Warren Gatland couldn't resist it. As sly digs go, this would have made those Seventies wrestlers wince. The Welsh nation, declared the jubilant coach, should be very proud of their players. Not just on the pitch, but off it. Fine young ambassadors, these boys.
England, of course, cannot be proud of their players. Gatland, just like everyone else, knew this would apply both on the pitch and off it. They were ambassadors, but only of the type England could quite do without.
Granted, there were honourable exceptions. But, as a group, England's World Cup stank from start to finish. From their unprofessional night-time antics to their unprofessional match-time antics, ill-discipline reigned everywhere England went. One is inextricably linked to the other and if you don't understand that then you've never followed England in the soccer World Cup. And so starts the recrimination. Oh joy.
Wales have experienced their own negative publicity during the Gatland era. Drunk back-rowers driving golf buggies along the motorway shoulder, coaches punching other coaches, players fighting with nightclub bouncers ... and all that before we even mention Gavin Henson. But through it all, Gatland remained adamant that the professionalism he introduced would eventually prevail and would do so because of the players themselves.
In Sam Warburton, Dan Lydiate, Toby Faletau, George North, Leigh Halfpenny, Jamie Roberts, Rhys Priestland and others, Gatland discovered a new breed of rugby player, untainted by the old clubhouse nonsense of the amateur era. In the wake of England's negative headlines Warburton, the 22-year-old captain, revealed the squad were off the booze. Not completely and not because of a stern Gatland edict, but because they realised the possibilities could lead to permanent euphoria, could establish them as legends before they had even peaked. This is what beckons them. So long Barry John, Phil Bennett, Gareth Edwards and JPR Williams. There is no longer need to take consolation in your rich nostalgia.
Without reverting to the deeply naff, it is impossible to predict what it would mean to Wales if - dare we say it - they won this World Cup. Yes, the generalisation of rugby union in England being a rich man's sport is lazy and erroneous. Go into a pub in Gloucestershire, Leicestershire, Northamptonshire and so many other shires and inform them they are all posh boys. But it cannot be argued that rugby union in Wales is the game of the people. Indeed, it is so much more than that.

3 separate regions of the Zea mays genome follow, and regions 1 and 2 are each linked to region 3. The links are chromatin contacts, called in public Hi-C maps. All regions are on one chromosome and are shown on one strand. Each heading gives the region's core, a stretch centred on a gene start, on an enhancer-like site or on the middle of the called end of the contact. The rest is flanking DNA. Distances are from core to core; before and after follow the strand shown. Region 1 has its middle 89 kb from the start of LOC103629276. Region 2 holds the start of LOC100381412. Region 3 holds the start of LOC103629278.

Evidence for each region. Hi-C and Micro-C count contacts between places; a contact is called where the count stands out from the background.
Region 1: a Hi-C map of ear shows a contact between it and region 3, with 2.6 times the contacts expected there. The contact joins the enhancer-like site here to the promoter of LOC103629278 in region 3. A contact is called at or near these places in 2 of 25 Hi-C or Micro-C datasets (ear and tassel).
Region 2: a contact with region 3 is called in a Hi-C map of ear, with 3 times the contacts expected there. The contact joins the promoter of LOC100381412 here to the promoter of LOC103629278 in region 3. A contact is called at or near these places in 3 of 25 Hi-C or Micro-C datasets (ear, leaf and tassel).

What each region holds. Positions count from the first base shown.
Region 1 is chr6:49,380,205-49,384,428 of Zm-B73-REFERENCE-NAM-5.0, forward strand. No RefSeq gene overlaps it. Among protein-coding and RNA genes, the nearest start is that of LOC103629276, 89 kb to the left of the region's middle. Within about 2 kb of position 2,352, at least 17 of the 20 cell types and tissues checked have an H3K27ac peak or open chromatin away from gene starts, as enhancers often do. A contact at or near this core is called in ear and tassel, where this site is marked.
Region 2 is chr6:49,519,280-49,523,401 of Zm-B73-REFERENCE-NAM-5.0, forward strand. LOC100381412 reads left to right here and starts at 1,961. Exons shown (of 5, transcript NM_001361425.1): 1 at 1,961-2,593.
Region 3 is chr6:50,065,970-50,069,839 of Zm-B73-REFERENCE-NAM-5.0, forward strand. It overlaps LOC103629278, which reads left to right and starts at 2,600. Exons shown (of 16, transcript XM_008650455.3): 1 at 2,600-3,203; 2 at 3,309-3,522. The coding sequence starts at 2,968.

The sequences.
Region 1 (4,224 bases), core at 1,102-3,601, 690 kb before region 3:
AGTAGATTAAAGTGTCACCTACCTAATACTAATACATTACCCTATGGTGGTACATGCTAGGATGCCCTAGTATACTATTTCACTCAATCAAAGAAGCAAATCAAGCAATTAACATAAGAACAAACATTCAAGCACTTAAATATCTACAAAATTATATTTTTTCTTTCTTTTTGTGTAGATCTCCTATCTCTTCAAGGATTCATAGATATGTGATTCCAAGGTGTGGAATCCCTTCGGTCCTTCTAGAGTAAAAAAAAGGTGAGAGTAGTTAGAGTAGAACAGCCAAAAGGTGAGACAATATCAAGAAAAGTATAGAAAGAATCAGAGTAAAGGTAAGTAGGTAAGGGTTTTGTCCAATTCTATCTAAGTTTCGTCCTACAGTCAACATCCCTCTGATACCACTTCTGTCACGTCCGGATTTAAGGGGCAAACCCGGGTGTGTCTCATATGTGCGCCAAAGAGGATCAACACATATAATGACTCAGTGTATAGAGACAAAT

The Welsh nationalists will vehemently disagree, but more so than the language, rugby gives the country its identity.
Only one in five in Wales speaks Welsh. So many more speak rugby. They will talk it all week, about the parties they will hold if the dream comes true. Sport dangles this feel-good aura and certain prime ministers - and economists - will testify to the influence such a collective outburst of positive patriotic emotion can reap.
Already the great sense of Welshness will be as pronounced as it ever has been as they celebrate being the last home nation standing for the first time since the original World Cup. Goodness knows what will happen if they make the final. At the very least, Max Boyce should eke out another decade of employment.
The English should not, and won't, turn off. The RFU should most definitely stay tuned. There is a lesson to be learned from the manner in which the Dragonhood has been reinvented in the past four years.
Remember how shambolically they exited against Fiji in France? Wales' rebellious class of 2007 made this England outfit seem well-oiled (and no, not in the sense they are being described as now).
In the wreckage of that disgrace, the Welsh Rugby Union, to their credit, acted swiftly and decisively, and in Gatland found a man unfazed by the challenge.
Whatever else he is to achieve in the forthcoming fortnight, the smirking All Black can congratulate himself on a staggering turnaround. It only proves the importance of calling in the professionals.